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Abortion pill legal fight heads toward Supreme Court showdown

By Lawrence Hurley and Laura Jarrett, NBC News

The fight for abortion access is heading back to the Supreme Court. U.S. Federal District Judge Matthew Kacsmaryk of Texas made a ruling last week that suspended the FDA’s approval of the abortion drug mifepristone. Shortly after, a New Orleans appeals court blocked part of this decision, sending the case to the Supreme Court for immediate review.  This drug was approved in 2000 and is one of two drugs used to perform a medicated abortion. 

The appeals court ruled that Judge Kacsmarky could not block access to mifepristone because of how long ago it was approved by the FDA. The drug has been approved for 23 years without challenge. However, the FDA changed some of the terms of mifepristone’s approval in 2016. Those changes include reducing the number of doctor visits needed for a prescription from three to one and allowing the drug to be sent to patients by mail. The appeals court ruled that these revisions will remain blocked until the case can be reviewed by the Supreme Court.

— By Gabrielle Stearns

AI Voice Analysis Could Boost Alzheimer’s Detection

By Lisa O’Mary, WebMD

Screening for Alzheimer’s disease is an important preventative measure that can give patients an opportunity to slow the disease’s progression earlier. But current screenings can take hours and involve brain scans and analysis of cerebral fluid collected from the spine. New AI-powered technology might make this screening process much easier. Researchers from Texas and Georgia showed that a 10-minute AI analysis of people’s speech patterns might be very effective in identifying early Alzheimer’s. The study that compared traditional screening methods with this new AI voice screening performed screenings at Emory University. If AI screening could be implemented large-scale, it could provide an opportunity for earlier diagnosis and treatment of Alzheimer’s disease, which affects 5.8 million people over the age of 65 in the United States.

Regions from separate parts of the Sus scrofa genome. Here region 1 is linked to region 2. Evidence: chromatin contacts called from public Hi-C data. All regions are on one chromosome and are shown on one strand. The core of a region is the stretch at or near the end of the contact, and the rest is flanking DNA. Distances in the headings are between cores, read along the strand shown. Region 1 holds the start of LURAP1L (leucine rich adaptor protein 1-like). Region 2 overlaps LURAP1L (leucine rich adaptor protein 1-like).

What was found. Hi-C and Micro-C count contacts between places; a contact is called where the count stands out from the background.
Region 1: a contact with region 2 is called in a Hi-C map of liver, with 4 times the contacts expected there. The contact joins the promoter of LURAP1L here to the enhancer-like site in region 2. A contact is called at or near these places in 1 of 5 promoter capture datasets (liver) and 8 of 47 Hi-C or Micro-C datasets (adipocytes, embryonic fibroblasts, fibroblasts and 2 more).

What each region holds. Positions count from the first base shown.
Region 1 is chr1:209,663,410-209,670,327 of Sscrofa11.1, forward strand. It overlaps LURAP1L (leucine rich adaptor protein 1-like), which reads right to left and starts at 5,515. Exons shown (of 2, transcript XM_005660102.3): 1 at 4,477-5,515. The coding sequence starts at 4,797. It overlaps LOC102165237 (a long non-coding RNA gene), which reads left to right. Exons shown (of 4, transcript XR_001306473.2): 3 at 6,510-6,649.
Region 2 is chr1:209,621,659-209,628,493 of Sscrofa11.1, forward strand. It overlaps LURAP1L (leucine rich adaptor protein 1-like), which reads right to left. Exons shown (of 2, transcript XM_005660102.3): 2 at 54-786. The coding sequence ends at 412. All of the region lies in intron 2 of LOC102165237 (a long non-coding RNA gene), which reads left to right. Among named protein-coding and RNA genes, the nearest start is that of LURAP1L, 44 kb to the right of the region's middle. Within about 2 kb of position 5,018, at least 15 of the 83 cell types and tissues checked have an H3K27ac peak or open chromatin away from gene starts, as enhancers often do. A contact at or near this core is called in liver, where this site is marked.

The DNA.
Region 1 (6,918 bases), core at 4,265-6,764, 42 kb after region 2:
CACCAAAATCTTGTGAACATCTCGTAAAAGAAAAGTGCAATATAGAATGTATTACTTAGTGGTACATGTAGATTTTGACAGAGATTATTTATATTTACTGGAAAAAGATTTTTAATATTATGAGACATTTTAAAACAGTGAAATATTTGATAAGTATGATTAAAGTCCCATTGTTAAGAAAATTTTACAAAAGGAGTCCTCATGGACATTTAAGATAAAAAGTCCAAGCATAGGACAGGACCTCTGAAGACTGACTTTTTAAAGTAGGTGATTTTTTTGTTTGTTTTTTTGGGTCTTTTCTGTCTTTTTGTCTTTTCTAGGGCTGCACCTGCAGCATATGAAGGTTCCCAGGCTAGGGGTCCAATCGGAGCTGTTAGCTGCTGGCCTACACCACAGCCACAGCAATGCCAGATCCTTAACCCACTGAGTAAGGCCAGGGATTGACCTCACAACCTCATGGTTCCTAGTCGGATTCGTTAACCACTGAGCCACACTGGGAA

By Annika Urban

How to get in the swing of kettlebell training

By Hilary Achauer, NY Times

Look around any gym and there’s most likely someone using a kettlebell. The oddly shaped pieces of metal have become staples in most gyms, however, they were not always used for exercise. Kettlebells were historically used by Russian farmers as a counterweight to measure crops. The farmers quickly noticed strength gains from using them and eventually, kettlebells started being implemented in Soviet military training. Now, people love them for their versatility. Kettlebells can be used to complete any movement down with the common barbell, but require more grip and core strength due to their irregular shape. Common exercises for beginners are deadlifts, swings, and farmer carries. Each is easy to learn and adds a lot more flow to any exercise routine. 

By Andrew Feld

Bird Flu Sample from Chilean Man Showed Some Signs of Adaptation to Mammals

By Emily Anthes, NYTimes

On Friday, the CDC reported the avian influenza sample from a man in Chile had two genetic mutations, showing signs of mammalian adaptation. In both experimental studies and the mutations, the main factor, the PB2 gene, has been identified to help the virus spread within cells in mammals. Although there have been no other additional human cases, the mutations found in the Chilean patient have been undergoing massive study. Scientists are frantically trying to piece together the genetic changes that occurred in the patient over the course of his infection. Furthermore, authorities are continuing to investigate how the Chilean man became infected among the recent detections of this strain in birds and sea lions from his region. This incident is the 11th reported human case of H5N1 since January 2022. 

By Emily Kim

Items contributed by: Gabrielle Stearns, Annika Urban, Andrew Feld, and Emily Kim